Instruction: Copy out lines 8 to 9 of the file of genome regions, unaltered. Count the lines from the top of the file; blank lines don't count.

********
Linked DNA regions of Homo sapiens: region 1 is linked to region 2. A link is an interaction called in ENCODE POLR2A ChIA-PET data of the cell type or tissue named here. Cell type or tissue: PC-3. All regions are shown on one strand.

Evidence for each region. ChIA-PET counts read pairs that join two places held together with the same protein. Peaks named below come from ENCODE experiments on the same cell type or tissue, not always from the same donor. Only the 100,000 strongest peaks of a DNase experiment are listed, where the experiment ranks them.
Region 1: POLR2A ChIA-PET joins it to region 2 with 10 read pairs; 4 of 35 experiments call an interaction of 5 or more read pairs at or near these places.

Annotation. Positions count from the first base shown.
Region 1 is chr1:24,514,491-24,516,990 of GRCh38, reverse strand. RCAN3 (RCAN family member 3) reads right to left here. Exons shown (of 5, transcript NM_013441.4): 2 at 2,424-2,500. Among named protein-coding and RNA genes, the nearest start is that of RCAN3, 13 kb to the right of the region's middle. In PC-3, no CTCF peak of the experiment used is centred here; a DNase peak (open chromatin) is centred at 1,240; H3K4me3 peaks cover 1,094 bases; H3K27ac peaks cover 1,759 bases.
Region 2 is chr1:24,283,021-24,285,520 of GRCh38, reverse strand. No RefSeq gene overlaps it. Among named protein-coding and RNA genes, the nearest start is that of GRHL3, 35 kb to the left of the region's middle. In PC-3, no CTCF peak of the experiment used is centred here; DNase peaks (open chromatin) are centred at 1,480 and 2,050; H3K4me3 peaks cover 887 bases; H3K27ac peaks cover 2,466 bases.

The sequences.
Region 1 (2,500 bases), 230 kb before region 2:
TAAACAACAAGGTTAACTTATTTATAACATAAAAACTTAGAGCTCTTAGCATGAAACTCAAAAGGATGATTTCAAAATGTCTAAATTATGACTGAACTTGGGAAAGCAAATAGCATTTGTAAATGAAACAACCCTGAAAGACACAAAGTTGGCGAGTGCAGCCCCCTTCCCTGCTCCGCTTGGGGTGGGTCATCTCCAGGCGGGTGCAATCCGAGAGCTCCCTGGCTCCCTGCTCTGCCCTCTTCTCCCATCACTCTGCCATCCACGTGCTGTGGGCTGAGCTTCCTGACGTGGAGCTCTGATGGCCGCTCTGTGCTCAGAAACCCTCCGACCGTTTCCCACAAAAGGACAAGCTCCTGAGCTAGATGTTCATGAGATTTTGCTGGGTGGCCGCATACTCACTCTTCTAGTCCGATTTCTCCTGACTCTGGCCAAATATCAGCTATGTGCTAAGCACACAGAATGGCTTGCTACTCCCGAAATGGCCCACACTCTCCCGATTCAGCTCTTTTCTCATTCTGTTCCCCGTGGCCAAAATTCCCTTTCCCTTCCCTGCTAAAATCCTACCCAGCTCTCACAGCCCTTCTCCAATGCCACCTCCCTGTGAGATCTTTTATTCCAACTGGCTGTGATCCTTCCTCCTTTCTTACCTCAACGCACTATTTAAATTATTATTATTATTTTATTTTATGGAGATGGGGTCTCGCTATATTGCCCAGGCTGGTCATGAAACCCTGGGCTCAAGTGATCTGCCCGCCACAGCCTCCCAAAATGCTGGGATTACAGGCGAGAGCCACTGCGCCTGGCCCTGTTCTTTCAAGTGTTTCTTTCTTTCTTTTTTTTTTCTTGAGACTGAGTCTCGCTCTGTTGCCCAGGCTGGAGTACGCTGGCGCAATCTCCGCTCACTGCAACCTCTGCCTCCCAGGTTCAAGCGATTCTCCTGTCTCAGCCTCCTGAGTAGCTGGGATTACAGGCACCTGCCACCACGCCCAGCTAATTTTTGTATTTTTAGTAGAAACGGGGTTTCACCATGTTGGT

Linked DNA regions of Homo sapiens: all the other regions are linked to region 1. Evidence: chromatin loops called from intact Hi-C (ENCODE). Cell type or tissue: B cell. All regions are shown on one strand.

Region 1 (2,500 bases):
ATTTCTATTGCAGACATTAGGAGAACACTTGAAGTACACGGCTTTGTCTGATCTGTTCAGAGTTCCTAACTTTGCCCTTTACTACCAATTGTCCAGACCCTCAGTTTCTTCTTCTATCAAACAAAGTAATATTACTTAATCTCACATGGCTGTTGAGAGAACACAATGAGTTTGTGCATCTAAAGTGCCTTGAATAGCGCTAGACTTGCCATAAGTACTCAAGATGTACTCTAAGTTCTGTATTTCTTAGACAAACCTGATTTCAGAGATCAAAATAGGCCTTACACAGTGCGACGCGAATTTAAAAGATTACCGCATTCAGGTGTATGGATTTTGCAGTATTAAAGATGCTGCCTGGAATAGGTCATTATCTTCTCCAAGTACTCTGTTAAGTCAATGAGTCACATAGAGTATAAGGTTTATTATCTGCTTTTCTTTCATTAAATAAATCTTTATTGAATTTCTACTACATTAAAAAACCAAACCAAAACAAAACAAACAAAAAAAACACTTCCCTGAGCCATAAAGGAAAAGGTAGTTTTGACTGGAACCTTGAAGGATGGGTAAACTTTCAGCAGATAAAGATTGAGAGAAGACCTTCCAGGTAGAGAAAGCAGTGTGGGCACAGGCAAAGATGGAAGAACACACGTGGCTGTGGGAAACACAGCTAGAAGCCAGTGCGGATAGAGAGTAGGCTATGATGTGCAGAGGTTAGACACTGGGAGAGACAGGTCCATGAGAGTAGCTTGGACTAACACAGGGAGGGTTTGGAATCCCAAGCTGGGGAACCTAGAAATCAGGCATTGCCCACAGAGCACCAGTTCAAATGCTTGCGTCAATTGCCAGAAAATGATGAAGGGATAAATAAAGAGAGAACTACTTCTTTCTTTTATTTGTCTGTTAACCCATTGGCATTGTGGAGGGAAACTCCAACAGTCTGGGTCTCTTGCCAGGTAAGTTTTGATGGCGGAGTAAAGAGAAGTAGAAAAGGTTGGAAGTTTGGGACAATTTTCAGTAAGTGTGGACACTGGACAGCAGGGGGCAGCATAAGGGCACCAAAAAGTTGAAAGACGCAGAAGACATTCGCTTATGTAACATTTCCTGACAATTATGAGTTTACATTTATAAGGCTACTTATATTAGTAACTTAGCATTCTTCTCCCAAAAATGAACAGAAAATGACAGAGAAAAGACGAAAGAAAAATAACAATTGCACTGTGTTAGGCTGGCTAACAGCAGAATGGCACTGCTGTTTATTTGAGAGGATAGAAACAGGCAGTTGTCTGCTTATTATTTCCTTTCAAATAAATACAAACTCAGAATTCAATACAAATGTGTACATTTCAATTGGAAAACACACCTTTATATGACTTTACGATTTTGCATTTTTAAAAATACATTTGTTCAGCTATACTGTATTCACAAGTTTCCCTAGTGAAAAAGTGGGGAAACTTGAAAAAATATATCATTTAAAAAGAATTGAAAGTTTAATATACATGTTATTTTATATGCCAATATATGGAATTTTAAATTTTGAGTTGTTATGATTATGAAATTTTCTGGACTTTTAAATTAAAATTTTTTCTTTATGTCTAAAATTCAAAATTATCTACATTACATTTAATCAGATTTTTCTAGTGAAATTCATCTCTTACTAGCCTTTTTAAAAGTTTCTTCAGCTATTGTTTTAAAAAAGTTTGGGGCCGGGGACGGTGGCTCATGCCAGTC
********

Region 1 (2,500 bases), 230 kb before region 2:
TAAACAACAAGGTTAACTTATTTATAACATAAAAACTTAGAGCTCTTAGCATGAAACTCAAAAGGATGATTTCAAAATGTCTAAATTATGACTGAACTTGGGAAAGCAAATAGCATTTGTAAATGAAACAACCCTGAAAGACACAAAGTTGGCGAGTGCAGCCCCCTTCCCTGCTCCGCTTGGGGTGGGTCATCTCCAGGCGGGTGCAATCCGAGAGCTCCCTGGCTCCCTGCTCTGCCCTCTTCTCCCATCACTCTGCCATCCACGTGCTGTGGGCTGAGCTTCCTGACGTGGAGCTCTGATGGCCGCTCTGTGCTCAGAAACCCTCCGACCGTTTCCCACAAAAGGACAAGCTCCTGAGCTAGATGTTCATGAGATTTTGCTGGGTGGCCGCATACTCACTCTTCTAGTCCGATTTCTCCTGACTCTGGCCAAATATCAGCTATGTGCTAAGCACACAGAATGGCTTGCTACTCCCGAAATGGCCCACACTCTCCCGATTCAGCTCTTTTCTCATTCTGTTCCCCGTGGCCAAAATTCCCTTTCCCTTCCCTGCTAAAATCCTACCCAGCTCTCACAGCCCTTCTCCAATGCCACCTCCCTGTGAGATCTTTTATTCCAACTGGCTGTGATCCTTCCTCCTTTCTTACCTCAACGCACTATTTAAATTATTATTATTATTTTATTTTATGGAGATGGGGTCTCGCTATATTGCCCAGGCTGGTCATGAAACCCTGGGCTCAAGTGATCTGCCCGCCACAGCCTCCCAAAATGCTGGGATTACAGGCGAGAGCCACTGCGCCTGGCCCTGTTCTTTCAAGTGTTTCTTTCTTTCTTTTTTTTTTCTTGAGACTGAGTCTCGCTCTGTTGCCCAGGCTGGAGTACGCTGGCGCAATCTCCGCTCACTGCAACCTCTGCCTCCCAGGTTCAAGCGATTCTCCTGTCTCAGCCTCCTGAGTAGCTGGGATTACAGGCACCTGCCACCACGCCCAGCTAATTTTTGTATTTTTAGTAGAAACGGGGTTTCACCATGTTGGT